We’re all familiar with the body’s basic rhythm: the circadian rhythm that governs our 24-hour (more or less) cycle of waking and sleeping. But now researchers think they may have discovered another rhythm that governs the growth of animals and humans. And the key that led to this discovery was the existence of small lines created in the tooth as it grew.
A Cracked Tooth Helped
There aren’t very many times you can sing the praises of a cracked tooth, but this is one of them. Researcher Timothy Bromage was chewing on a lamb chop when he heard a pop. Then he felt a sharp pain and realized he’d cracked a molar .
This is more serious than a simple chipped tooth and Bromage was told he could have the tooth saved with a root canal treatment and other restorative dentistry procedures, or he could have it extracted. Bromage decided to have it extracted, partly so he could have another sample for his research. This research was looking into the way that tooth structures deposited during growth were evidence of a longer biorhythm that could also explain why animals grew to different sizes.
Growth Lines, Growth Rates, and Body Size
The structure that Bromage was looking at is called Retzius lines. Like a tree, our tooth lays down regular growth rings–Retzius lines–that can be used to determine how long the tooth was growing. These Retzius lines are laid down at regular intervals, and in between them there are smaller lines, called cross-striations because they’re nearly perpendicular to the Retzius lines.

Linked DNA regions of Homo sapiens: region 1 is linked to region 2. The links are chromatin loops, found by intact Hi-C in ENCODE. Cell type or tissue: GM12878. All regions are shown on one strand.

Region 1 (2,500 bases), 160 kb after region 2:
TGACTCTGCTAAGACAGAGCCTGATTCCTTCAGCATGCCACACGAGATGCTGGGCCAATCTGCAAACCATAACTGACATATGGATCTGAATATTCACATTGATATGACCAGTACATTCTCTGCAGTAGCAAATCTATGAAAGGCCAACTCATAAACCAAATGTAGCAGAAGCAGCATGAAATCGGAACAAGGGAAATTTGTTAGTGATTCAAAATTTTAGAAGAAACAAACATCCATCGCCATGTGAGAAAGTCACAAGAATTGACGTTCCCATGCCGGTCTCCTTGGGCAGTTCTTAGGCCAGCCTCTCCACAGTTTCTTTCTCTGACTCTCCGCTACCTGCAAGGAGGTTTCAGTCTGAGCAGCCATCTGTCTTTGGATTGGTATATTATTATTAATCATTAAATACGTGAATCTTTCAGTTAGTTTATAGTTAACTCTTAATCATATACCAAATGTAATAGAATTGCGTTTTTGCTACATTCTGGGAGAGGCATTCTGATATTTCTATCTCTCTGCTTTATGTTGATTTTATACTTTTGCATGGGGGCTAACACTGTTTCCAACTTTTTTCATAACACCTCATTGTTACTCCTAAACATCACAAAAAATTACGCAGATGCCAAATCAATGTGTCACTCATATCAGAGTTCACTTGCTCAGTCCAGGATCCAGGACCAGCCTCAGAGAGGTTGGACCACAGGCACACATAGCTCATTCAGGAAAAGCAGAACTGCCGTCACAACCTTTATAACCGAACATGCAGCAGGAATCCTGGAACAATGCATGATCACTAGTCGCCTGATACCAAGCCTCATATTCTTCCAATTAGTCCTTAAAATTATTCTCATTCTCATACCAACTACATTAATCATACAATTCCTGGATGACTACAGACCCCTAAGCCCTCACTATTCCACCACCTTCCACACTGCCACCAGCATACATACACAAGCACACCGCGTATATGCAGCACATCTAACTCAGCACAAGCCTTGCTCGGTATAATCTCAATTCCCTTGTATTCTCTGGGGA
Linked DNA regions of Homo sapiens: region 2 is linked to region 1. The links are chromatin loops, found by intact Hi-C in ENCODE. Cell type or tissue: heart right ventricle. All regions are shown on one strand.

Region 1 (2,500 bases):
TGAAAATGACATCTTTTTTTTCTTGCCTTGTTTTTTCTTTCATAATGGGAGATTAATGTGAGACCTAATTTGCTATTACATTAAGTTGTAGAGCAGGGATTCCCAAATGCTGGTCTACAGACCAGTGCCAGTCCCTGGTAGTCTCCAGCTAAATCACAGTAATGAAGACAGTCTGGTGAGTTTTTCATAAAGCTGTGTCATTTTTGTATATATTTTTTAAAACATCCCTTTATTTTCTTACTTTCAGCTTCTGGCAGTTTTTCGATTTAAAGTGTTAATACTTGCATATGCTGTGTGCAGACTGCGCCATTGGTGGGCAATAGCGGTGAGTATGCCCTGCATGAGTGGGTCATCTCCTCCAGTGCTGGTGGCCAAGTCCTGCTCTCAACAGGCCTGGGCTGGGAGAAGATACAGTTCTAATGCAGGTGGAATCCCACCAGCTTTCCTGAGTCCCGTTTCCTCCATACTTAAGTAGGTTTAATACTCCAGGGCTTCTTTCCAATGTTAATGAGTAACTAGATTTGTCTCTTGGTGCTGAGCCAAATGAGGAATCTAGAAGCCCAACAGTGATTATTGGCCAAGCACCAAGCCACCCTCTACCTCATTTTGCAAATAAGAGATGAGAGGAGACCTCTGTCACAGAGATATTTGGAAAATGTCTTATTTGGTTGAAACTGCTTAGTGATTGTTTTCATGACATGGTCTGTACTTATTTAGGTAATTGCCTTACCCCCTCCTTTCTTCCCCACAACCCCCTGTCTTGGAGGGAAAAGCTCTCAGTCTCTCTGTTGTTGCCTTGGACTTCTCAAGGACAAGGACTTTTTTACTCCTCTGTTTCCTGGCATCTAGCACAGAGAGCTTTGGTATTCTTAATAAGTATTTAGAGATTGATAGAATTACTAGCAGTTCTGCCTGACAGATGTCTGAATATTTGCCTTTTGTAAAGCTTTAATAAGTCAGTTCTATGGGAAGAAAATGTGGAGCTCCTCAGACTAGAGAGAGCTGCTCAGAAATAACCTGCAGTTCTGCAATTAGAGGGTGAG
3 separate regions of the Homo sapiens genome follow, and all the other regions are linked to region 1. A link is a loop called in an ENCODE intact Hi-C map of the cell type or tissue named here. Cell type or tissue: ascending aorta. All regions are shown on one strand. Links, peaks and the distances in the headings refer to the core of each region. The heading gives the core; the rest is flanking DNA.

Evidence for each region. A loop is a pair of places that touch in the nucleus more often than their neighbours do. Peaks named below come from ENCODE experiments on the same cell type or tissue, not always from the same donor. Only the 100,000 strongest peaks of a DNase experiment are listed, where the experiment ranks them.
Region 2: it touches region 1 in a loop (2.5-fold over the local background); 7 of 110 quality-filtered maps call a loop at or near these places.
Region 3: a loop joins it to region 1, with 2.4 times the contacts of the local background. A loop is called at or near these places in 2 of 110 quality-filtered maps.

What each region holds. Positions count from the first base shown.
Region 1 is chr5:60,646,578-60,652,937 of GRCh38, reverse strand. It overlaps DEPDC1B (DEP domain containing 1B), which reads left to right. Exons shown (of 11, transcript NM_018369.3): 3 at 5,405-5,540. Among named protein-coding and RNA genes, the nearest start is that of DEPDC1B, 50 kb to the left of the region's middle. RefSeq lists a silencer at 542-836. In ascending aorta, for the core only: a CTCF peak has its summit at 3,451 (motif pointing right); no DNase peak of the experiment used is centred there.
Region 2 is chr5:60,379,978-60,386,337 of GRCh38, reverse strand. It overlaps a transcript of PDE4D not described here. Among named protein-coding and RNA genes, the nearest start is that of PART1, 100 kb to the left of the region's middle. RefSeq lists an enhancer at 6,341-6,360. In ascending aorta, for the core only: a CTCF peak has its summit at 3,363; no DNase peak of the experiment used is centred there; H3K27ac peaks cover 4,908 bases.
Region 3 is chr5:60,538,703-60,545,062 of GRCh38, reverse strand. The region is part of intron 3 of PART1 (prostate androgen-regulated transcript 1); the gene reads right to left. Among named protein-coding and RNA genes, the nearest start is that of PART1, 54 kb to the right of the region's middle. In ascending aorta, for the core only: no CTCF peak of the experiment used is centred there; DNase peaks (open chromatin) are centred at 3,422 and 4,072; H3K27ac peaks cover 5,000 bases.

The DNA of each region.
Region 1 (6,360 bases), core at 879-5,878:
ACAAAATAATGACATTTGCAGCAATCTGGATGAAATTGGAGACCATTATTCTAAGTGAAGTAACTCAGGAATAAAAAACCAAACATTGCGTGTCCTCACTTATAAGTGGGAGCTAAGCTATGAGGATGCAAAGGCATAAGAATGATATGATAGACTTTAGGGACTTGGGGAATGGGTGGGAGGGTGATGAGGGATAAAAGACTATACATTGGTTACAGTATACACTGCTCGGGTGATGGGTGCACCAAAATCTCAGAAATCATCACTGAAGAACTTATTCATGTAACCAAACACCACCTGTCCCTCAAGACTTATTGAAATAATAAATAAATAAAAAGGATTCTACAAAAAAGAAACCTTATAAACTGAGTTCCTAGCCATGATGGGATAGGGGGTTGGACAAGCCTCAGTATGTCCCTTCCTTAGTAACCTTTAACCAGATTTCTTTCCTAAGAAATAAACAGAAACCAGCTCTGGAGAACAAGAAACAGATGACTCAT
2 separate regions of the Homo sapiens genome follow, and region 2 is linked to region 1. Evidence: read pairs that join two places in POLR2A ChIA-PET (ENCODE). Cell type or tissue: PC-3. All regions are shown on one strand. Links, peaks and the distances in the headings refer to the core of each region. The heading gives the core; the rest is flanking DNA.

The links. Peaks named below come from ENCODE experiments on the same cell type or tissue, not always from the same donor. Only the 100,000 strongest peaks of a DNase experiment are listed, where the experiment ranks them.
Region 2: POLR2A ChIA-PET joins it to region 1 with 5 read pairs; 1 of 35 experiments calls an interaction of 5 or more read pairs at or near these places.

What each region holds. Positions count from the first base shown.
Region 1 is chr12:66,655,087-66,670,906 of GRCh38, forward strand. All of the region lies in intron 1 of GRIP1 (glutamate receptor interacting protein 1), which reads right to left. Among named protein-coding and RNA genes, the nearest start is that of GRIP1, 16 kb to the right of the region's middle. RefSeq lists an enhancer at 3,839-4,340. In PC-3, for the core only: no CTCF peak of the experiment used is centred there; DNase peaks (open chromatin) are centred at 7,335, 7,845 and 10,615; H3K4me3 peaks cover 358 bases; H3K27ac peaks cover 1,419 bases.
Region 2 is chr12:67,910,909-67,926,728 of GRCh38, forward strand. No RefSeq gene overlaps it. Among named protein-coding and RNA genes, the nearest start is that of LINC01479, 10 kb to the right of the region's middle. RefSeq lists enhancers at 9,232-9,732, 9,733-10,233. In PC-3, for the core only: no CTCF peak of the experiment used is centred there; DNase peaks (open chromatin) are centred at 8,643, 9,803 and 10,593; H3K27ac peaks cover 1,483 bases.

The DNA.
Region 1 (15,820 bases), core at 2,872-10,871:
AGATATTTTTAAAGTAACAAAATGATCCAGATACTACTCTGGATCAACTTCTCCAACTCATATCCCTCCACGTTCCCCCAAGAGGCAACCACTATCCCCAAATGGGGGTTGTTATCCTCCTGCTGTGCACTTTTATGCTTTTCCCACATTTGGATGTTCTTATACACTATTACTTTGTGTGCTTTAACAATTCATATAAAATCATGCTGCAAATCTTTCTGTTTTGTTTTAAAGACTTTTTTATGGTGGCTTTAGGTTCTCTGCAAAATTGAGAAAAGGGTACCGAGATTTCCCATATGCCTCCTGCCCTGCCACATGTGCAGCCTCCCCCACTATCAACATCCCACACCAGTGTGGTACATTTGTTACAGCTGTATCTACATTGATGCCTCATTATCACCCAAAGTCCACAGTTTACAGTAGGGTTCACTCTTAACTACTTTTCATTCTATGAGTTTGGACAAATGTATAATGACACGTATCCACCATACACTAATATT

The number of cross-striations varies from animal to animal, and, in most cases, they’re directly related to the size of the animal.
In elephants, there are 14 cross-striations between Retzius lines. In humans, there are eight. Squirrel monkeys have three. Bromage has proposed that these different markers are evidence of a new kind of internal clock, one that helps govern growth.
His research has also shown that bones have the same timing for their growth lines, known as lamellae. He says that this is evidence that growth is governed in part by this secondary clock, which, he says, could also govern the overall size of an animal.
Larger animals don’t grow more quickly than smaller animals, they just grow for longer. The new rhythm could account for the longer growth period by expanding the growth cycles. Body size correlates to this rhythm, as do many other aspects of biology, such as life span, lactation length, metabolic rate, length of estrous cycle, and kidney size.
A Controversial Idea with Big Implications
Not everyone accepts Bromage’s evidence. There are many people who disagree with the notion of a multi-day cycle. But if this turns out to be true, it could have many significant potential applications. It could explain manic and depressive cycles in people with bipolar disorder. Or it might be used to sidestep limitations on human lifespan, and it may be instrumental in being able to successfully regrow lost teeth.
We look forward to learning what exciting new dentistry techniques derive from this discovery. And we look forward to applying them in our office, where we strive to remain at the forefront of dental knowledge and practice.